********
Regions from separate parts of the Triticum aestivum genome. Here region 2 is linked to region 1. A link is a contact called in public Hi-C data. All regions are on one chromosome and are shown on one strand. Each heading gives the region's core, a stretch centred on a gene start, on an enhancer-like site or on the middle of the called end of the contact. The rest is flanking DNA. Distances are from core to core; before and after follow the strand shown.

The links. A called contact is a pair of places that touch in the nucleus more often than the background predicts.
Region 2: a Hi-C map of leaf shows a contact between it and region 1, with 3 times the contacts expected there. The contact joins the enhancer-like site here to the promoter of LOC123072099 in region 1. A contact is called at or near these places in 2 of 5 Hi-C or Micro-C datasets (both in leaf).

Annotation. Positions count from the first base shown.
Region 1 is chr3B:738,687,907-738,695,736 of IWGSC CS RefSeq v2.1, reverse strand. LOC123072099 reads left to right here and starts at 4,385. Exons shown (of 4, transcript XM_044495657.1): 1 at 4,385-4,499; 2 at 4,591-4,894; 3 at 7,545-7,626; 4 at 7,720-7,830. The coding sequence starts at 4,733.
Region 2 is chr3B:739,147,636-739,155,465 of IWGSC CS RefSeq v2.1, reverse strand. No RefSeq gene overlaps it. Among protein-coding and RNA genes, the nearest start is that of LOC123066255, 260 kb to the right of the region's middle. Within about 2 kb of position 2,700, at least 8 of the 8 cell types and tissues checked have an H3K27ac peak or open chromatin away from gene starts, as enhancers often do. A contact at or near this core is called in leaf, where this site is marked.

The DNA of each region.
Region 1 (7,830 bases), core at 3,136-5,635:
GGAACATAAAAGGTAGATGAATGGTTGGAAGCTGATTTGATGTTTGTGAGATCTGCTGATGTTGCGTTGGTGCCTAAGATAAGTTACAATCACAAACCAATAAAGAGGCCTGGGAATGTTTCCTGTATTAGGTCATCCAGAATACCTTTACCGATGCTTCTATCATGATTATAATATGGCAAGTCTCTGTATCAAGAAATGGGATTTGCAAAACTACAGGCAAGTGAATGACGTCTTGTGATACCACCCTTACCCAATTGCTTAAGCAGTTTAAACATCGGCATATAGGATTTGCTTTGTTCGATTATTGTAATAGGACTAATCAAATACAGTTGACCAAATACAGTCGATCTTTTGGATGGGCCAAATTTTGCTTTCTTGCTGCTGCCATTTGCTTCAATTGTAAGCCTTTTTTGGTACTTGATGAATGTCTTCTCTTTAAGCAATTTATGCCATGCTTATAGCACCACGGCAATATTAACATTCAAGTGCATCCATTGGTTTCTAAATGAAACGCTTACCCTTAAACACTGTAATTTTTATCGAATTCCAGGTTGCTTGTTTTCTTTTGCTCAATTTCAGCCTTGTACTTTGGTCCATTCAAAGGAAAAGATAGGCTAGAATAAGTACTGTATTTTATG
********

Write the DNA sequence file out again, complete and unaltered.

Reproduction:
Regions from separate parts of the Triticum aestivum genome. Here region 2 is linked to region 1. A link is a contact called in public Hi-C data. All regions are on one chromosome and are shown on one strand. Each heading gives the region's core, a stretch centred on a gene start, on an enhancer-like site or on the middle of the called end of the contact. The rest is flanking DNA. Distances are from core to core; before and after follow the strand shown.

The links. A called contact is a pair of places that touch in the nucleus more often than the background predicts.
Region 2: a Hi-C map of leaf shows a contact between it and region 1, with 3 times the contacts expected there. The contact joins the enhancer-like site here to the promoter of LOC123072099 in region 1. A contact is called at or near these places in 2 of 5 Hi-C or Micro-C datasets (both in leaf).

Annotation. Positions count from the first base shown.
Region 1 is chr3B:738,687,907-738,695,736 of IWGSC CS RefSeq v2.1, reverse strand. LOC123072099 reads left to right here and starts at 4,385. Exons shown (of 4, transcript XM_044495657.1): 1 at 4,385-4,499; 2 at 4,591-4,894; 3 at 7,545-7,626; 4 at 7,720-7,830. The coding sequence starts at 4,733.
Region 2 is chr3B:739,147,636-739,155,465 of IWGSC CS RefSeq v2.1, reverse strand. No RefSeq gene overlaps it. Among protein-coding and RNA genes, the nearest start is that of LOC123066255, 260 kb to the right of the region's middle. Within about 2 kb of position 2,700, at least 8 of the 8 cell types and tissues checked have an H3K27ac peak or open chromatin away from gene starts, as enhancers often do. A contact at or near this core is called in leaf, where this site is marked.

The DNA of each region.
Region 1 (7,830 bases), core at 3,136-5,635:
GGAACATAAAAGGTAGATGAATGGTTGGAAGCTGATTTGATGTTTGTGAGATCTGCTGATGTTGCGTTGGTGCCTAAGATAAGTTACAATCACAAACCAATAAAGAGGCCTGGGAATGTTTCCTGTATTAGGTCATCCAGAATACCTTTACCGATGCTTCTATCATGATTATAATATGGCAAGTCTCTGTATCAAGAAATGGGATTTGCAAAACTACAGGCAAGTGAATGACGTCTTGTGATACCACCCTTACCCAATTGCTTAAGCAGTTTAAACATCGGCATATAGGATTTGCTTTGTTCGATTATTGTAATAGGACTAATCAAATACAGTTGACCAAATACAGTCGATCTTTTGGATGGGCCAAATTTTGCTTTCTTGCTGCTGCCATTTGCTTCAATTGTAAGCCTTTTTTGGTACTTGATGAATGTCTTCTCTTTAAGCAATTTATGCCATGCTTATAGCACCACGGCAATATTAACATTCAAGTGCATCCATTGGTTTCTAAATGAAACGCTTACCCTTAAACACTGTAATTTTTATCGAATTCCAGGTTGCTTGTTTTCTTTTGCTCAATTTCAGCCTTGTACTTTGGTCCATTCAAAGGAAAAGATAGGCTAGAATAAGTACTGTATTTTATG